By Lee Hamilton
The way people consume content is continually changing and for storytellers, that means more creativity! Busy lives, people being more on the go, and shorter attention spans have all led to a surge in short-form content being watched by hundreds of millions of people all around the world. As the ultimate goal of both screenwriters and filmmakers is to get as many people as possible to watch their stories, the popularity of this format begs the question: can the likes of TikTok, YouTube Shorts, and Instagram be a viable way to break in?
Traditionally, ‘breaking in’ meant selling a script to a Hollywood studio or pitching it to production companies in order to turn your pilot script into a tv series, but the boom in online content and streaming services has opened up many more doors to aspiring screenwriters. Yes, the old ways still very much exist, but not only are there now more places to pitch too, such as smaller independent studios and streaming platforms, the web has also enabled storytellers to write, produce, market, and distribute their own projects all by themselves, bypassing the big gate-keepers to the industry.
The internet has been populated by creators since its inception. Nothing new there. Web series, fiction podcasts, short film screenings, etc. They’ve all been around for a while now with varying degrees of success. Many successful careers have begun by uploading a viral YouTube video, by finding a niche audience that helped someone get noticed, or by people deciding to build their own brand online. In this business, there’s no single way to break into the industry, which is precisely why although it’s extremely tough, it’s also very exciting!
So, what makes short-form platforms like TikTok different, and more importantly, how can you use them to advance your screenwriting career?
Tiktok content usually comes in the form of pranks, dance, stunts, jokes, and entertainment lasting 15 seconds to 3-minutes (which has recently been boosted to a maximum of 10 minutes in order to compete with YouTube), all with the hope of going viral – which is the key here – getting many eyes on your work is the primary benefit of doing this.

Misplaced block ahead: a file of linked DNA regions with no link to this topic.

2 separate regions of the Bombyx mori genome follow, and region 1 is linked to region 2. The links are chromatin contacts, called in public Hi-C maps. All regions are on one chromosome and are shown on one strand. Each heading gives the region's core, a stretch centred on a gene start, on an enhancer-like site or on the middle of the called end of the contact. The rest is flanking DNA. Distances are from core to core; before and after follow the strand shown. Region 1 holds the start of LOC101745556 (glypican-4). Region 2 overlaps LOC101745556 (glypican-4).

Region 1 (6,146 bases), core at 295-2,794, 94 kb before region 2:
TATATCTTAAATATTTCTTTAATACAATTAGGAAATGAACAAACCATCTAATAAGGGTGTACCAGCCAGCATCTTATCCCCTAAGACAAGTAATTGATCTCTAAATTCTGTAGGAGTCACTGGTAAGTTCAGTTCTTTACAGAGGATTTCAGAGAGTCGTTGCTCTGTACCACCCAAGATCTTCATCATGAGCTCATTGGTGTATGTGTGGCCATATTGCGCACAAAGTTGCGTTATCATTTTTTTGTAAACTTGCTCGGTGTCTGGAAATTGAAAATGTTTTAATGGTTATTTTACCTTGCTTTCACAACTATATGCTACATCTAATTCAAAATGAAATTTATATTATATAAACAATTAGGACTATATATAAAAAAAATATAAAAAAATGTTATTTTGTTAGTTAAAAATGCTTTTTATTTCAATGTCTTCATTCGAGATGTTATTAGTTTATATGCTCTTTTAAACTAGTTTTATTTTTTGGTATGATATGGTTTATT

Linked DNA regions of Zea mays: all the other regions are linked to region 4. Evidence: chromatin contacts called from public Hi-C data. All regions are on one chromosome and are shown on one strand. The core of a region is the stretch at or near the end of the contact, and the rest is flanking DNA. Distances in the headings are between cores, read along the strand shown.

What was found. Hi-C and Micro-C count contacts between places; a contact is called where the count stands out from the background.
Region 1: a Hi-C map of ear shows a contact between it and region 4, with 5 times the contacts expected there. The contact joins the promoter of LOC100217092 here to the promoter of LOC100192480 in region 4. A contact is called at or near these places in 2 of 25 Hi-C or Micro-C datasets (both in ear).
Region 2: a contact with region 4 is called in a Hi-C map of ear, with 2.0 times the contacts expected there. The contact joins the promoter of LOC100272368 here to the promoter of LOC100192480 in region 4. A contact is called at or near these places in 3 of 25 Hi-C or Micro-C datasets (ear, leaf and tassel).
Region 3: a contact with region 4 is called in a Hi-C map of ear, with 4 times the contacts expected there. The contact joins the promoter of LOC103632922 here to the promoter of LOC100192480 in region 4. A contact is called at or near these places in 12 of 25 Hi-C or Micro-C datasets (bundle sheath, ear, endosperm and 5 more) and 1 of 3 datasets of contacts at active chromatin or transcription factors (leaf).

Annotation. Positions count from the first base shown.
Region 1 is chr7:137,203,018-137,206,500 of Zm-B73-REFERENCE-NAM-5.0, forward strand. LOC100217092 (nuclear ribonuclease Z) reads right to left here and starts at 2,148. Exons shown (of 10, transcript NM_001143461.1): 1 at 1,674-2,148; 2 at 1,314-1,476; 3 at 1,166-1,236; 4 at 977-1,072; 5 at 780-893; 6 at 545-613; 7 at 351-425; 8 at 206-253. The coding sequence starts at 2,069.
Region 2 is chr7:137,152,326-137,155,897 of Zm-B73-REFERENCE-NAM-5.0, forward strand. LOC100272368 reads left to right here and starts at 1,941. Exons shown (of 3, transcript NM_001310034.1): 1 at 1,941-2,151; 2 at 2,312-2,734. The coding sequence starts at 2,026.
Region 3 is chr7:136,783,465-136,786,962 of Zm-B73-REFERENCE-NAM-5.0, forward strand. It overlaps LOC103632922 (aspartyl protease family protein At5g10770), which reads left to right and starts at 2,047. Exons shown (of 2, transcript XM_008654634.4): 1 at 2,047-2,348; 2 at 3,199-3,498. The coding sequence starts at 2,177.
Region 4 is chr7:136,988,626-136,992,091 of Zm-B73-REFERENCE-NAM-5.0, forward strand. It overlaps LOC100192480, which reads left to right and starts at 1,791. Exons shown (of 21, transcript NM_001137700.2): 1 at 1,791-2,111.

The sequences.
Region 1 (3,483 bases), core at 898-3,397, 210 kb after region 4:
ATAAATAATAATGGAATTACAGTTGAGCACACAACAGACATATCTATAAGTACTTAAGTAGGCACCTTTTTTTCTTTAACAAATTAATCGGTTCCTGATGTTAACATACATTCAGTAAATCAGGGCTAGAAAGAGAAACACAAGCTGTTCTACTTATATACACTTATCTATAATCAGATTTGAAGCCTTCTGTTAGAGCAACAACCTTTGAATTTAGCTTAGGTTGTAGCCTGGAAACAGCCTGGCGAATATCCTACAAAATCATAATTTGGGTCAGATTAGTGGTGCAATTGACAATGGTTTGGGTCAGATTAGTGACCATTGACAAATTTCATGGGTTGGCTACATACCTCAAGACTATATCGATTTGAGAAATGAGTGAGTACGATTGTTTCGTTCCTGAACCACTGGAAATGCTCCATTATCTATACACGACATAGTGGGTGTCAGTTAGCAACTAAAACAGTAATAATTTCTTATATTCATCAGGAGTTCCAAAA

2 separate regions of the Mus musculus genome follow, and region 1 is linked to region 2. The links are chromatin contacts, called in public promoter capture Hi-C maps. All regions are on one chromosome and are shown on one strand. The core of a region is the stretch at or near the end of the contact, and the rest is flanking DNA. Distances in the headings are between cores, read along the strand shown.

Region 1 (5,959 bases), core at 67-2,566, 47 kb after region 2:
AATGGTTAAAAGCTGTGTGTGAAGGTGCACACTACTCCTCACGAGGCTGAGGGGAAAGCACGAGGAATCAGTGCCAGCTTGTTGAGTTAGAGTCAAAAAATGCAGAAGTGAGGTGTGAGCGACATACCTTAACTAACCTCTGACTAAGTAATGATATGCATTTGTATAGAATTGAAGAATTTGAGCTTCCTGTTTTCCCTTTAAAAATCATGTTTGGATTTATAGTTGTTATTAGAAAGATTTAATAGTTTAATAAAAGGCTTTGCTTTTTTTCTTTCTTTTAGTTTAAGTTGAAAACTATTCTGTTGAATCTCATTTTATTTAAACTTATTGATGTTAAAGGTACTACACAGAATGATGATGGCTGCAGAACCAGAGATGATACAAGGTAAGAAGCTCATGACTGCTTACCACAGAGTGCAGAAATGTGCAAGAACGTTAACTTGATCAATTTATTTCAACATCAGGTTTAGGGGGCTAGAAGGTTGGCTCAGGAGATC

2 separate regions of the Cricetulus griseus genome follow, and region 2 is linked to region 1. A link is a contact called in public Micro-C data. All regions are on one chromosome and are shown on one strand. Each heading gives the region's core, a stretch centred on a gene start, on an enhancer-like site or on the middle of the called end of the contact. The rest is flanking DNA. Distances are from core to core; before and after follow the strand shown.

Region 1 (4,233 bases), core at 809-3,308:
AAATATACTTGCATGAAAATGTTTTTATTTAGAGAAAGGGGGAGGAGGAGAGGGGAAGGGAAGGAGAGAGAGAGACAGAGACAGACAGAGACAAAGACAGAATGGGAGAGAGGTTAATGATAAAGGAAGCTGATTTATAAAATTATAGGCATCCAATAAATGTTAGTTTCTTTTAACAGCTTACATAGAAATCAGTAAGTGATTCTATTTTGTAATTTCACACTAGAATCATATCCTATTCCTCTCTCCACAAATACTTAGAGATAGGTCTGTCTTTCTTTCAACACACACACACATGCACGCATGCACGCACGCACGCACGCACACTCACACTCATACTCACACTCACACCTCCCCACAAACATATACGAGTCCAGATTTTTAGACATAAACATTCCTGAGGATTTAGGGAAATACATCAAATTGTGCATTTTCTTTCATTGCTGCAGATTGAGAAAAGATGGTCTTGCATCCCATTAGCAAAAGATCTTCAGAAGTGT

Filmmaker, Madelaine Turner, is probably one of the best know examples of an aspiring filmmaker who’s used TikTok to promote herself. She took to creating mini-movies during the lockdown in 2020 as a means of staying creative. Using the props she had lying around, her own wardrobe, and her home as a location to come up with some “silly internet content”. Doing parodies and using her imagination, her content quickly went viral and she currently has 508.3k followers with her most popular upload sitting at 12.3M views!
With the ability to get 3 million views in a single day, as Madeline did with this collection of vignettes that accompanied audio from The Astrology Album by Gary Usher, maybe the question should be why wouldn’t an aspiring screenwriting/filmmaker jump on this platform and start creating!
It’s all about showcasing your talent. Promoting yourself. Building a portfolio of work. The attention garnered on TikTok has led to Madeline landing a manager, working with agents, and she currently has a TV pilot circulating in the industry, but filmmakers are also taking inspiration from influencers and advertisers by using the platform to promote projects still in development too.
Much in the same manner that crowdfunding can help you raise financial backing, a following, and support for a project, TikTok can be used for the same thing too, so you can utilize it to build interest in a larger project as well.